The will further states property shall be sold and offspring are to
split the proceeds. However, the will does not specifically designate
who inherits the property/deed.
This is an instruction regarding who inherits the property. It means that the executor of the probate estate (in an official capacity), who takes title by operation of law upon appointment, is directed to sell the property rather than to distributed it in kind.
Will there be legal or financial problems with a foreign executor?
Not necessarily. Generally, the main issue is that a foreign executor must sign a document expressly submitting to the jurisdiction of the probate court when appointed in addition to other documents that are signed by all executors.
Pre-death, in the will, would it be better to designate the American
resident offspring as executor?
Not necessarily. Hands on administration of the estate and dealing face to face with a local probate lawyer is easier for a resident of the state where the assets are located and the decedent resides, but in these days of telecommunications this isn't a decisive factor. The relative competencies of the prospective executors is more important.
If both offspring agreed, can the overseas offspring easily transfer
executorship to the American offspring, or will there be legal or
Assuming that they are the only interested parties in the estate, they can do so. You can't be compelled to serve as an executor just because you are nominated by a will to do so. If one person declines to serve, the person with next highest priority which would likely be the other sibling, may apply to the probate court to be appointed. The main financial consequence is that typically, whoever does the job is entitled to reasonable compensation from the estate for their services.
Would there be legal or financial deed ownership issues, since neither
offspring specifically inherited the property?
Could a court order the property to be auctioned out from under the
If all interested parties agree, they can defy the will. The normal process, however, is for the executor to follow the will and to sell the property in a commercially reasonable manner, typically by engaging a real estate agent to handle the sale. If the executor fails to take action, and an interested party objects, it would be more common for a probate court to remove the executor and appoint another one, than to order a sale at auction, which would typically be a course of last resort.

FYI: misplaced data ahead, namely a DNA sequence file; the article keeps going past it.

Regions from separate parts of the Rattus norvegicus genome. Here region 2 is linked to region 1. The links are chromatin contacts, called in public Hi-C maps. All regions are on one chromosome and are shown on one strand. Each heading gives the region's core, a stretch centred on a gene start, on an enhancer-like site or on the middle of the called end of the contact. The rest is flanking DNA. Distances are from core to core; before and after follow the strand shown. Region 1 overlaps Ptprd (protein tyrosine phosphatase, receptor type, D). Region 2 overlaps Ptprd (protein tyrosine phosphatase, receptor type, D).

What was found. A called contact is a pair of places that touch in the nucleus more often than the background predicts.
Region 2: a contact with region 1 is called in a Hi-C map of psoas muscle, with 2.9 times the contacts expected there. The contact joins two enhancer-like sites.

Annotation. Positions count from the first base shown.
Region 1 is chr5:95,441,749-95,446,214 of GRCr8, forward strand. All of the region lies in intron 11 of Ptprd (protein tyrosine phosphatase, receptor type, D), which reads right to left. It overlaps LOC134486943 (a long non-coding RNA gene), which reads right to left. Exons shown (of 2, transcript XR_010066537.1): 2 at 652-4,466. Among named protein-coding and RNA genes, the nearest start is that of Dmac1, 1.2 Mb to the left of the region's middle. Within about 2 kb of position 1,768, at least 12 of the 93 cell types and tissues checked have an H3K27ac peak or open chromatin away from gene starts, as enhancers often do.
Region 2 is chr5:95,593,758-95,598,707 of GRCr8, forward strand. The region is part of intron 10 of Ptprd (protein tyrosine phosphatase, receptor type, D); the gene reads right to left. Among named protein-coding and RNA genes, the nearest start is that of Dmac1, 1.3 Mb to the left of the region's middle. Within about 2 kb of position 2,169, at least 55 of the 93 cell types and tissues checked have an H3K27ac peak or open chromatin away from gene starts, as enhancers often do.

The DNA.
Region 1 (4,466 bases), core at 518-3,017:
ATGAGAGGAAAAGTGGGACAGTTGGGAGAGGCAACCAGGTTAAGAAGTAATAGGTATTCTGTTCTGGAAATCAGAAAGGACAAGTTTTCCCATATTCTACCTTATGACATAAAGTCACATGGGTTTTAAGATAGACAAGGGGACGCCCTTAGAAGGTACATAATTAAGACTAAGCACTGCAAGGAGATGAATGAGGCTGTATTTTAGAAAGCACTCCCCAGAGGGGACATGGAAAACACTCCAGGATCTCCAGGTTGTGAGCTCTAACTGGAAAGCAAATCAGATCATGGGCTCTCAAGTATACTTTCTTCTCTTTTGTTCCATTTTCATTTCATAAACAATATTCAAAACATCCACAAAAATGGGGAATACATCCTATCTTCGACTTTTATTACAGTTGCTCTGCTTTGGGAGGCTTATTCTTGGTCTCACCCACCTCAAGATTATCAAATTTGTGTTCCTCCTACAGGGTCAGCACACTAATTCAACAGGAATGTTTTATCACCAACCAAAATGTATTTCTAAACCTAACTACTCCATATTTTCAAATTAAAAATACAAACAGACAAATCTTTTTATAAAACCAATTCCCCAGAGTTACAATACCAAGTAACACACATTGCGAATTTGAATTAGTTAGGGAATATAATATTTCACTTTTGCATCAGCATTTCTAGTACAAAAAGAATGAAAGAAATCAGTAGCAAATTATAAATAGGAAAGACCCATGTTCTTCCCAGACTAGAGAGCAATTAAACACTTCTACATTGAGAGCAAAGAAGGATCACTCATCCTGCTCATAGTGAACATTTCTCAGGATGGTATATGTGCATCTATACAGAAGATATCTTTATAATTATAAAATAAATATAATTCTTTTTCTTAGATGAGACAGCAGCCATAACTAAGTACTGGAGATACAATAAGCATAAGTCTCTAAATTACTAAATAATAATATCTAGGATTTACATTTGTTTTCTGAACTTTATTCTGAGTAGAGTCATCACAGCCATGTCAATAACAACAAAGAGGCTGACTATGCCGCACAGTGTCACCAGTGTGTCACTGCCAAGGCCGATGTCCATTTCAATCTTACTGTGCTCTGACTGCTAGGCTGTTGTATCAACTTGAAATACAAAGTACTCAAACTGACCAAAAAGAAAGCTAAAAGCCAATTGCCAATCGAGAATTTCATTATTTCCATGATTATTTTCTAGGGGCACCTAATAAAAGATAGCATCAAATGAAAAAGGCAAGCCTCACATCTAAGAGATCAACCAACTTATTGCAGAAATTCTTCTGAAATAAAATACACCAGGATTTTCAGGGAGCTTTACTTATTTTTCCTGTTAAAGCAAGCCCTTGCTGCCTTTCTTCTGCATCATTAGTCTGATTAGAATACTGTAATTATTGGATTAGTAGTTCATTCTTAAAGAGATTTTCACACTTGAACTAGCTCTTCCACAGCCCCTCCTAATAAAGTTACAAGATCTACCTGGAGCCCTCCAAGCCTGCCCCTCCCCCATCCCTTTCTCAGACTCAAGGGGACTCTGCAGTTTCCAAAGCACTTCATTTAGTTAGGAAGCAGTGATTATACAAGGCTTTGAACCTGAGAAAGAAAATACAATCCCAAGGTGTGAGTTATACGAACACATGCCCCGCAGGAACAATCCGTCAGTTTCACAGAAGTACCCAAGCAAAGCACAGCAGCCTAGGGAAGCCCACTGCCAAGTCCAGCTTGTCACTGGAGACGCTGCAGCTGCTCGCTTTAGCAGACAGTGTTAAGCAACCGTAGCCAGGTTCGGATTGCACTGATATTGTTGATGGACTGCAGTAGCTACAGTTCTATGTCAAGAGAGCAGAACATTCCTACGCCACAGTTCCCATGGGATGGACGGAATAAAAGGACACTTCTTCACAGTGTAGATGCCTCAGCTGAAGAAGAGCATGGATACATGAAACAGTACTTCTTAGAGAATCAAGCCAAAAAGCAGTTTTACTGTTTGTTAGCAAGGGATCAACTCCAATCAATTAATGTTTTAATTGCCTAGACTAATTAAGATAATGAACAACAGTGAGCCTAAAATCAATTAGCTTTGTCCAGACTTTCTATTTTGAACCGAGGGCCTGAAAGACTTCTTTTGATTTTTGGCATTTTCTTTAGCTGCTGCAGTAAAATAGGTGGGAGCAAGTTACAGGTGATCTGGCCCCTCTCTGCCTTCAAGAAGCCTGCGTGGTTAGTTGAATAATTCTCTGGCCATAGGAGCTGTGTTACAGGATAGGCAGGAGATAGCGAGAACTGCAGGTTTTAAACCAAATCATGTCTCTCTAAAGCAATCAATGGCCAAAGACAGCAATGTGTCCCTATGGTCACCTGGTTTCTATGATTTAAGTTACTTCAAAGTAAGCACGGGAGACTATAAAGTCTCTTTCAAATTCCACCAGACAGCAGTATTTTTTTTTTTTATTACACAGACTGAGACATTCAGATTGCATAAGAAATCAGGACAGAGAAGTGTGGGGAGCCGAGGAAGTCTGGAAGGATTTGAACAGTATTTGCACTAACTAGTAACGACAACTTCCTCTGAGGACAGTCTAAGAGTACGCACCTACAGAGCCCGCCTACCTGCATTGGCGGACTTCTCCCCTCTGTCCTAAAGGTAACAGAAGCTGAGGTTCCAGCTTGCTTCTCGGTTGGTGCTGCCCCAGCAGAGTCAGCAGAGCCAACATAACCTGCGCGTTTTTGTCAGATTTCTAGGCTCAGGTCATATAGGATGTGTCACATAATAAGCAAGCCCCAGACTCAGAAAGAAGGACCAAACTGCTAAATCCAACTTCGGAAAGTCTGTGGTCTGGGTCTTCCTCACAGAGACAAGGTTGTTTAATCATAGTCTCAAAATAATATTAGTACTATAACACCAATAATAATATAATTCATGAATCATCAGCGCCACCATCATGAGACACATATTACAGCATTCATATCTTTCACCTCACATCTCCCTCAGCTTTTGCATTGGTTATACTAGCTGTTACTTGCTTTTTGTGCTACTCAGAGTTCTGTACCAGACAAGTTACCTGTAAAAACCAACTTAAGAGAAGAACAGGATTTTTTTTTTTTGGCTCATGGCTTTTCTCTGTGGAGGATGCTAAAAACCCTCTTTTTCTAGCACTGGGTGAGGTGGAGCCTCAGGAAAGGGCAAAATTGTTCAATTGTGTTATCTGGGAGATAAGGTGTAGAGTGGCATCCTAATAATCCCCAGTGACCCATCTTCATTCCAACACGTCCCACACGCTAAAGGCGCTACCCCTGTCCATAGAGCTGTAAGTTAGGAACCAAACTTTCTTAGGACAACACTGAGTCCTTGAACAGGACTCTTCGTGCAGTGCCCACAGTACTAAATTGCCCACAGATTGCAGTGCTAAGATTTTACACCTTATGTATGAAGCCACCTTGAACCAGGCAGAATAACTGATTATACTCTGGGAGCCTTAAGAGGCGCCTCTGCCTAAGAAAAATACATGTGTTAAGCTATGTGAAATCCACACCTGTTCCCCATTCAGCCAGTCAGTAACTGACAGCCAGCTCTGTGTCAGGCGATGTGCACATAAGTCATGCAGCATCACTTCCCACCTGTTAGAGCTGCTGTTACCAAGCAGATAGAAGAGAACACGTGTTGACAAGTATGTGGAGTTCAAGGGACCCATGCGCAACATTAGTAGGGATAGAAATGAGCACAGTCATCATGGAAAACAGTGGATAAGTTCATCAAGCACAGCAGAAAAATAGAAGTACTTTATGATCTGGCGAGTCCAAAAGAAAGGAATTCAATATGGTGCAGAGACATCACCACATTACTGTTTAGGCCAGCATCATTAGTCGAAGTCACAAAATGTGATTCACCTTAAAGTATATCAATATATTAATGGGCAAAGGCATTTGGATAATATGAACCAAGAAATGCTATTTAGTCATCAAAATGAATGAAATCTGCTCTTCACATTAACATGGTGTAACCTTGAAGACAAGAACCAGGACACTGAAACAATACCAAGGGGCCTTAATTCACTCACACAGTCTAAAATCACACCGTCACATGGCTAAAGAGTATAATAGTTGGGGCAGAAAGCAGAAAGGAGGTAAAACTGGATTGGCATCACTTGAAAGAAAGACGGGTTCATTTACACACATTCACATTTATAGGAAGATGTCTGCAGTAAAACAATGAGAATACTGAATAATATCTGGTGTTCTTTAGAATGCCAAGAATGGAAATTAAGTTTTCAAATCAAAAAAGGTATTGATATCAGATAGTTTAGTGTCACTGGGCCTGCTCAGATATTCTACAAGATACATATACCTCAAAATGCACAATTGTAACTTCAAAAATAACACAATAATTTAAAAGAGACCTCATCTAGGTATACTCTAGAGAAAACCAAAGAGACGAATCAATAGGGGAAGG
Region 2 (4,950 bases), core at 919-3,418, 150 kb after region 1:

This said, under appropriate circumstances, the court of probate jurisdiction would have authority to order an auction of the house. Most commonly, a court order to sell a decedent's house at auction would arise when the decedent (i.e. the dead guy) only owned an undivided partial interest in the house (called a tenancy in common interest) and the non-deceased third party co-owner of the house (perhaps a brother or ex-wife of the decedent) declined to cooperate in selling it.
If a court determines the overseas executor offspring receives the
property deed, the overseas executor wants to remain executor but give
deed to American offspring for easier selling of the property, would
the property have to go through titling and closing costs for the
transfer, and then again for property sale to a third party?
This question reflects a fundamental misunderstanding about how probate works. Title to the property vests in the estate by operation of law upon the death of the decedent. The executor has authority, once appointed, to take actions such as signing a deed to a third-party buyer, on behalf of the estate. There is no intermediate closing and transfer of title to vest title to the property of the decedent in the name of the estate before it goes from the estate to the third party. The net proceeds of the sale to the third party (after costs of sale and prorations of things like property taxes and prepaid insurance) are then placed in a bank account for the estate and paid to the heirs after expenses of administration are paid.
There is nothing that makes it significantly harder for an overseas executor to close than a domestic one. The title company handling the sale emails the deed (and any other paperwork that needs to be signed) to the executor. The executor prints the documents to be signed, signs the non-notarized documents, and signs the deed in the presence of his friendly neighborhood notary in the foreign country where the executor lives, who notarizes the deed. The executed deed, together with a document called an apostille proving that the notary is really a notary, is sent back to the title company (probably with a scanned copy by email and a hard paper copy following by express delivery). Coordinating time zones may be a pain depending on the location of the particular foreign country in question (but the closing does not have to happen for all parties at exact the same time), and if the overseas executor is someplace primitive and remote with no internet access or computers or printers or faxes and no notaries, that could be a problem. But there are increasingly few places like that in the world.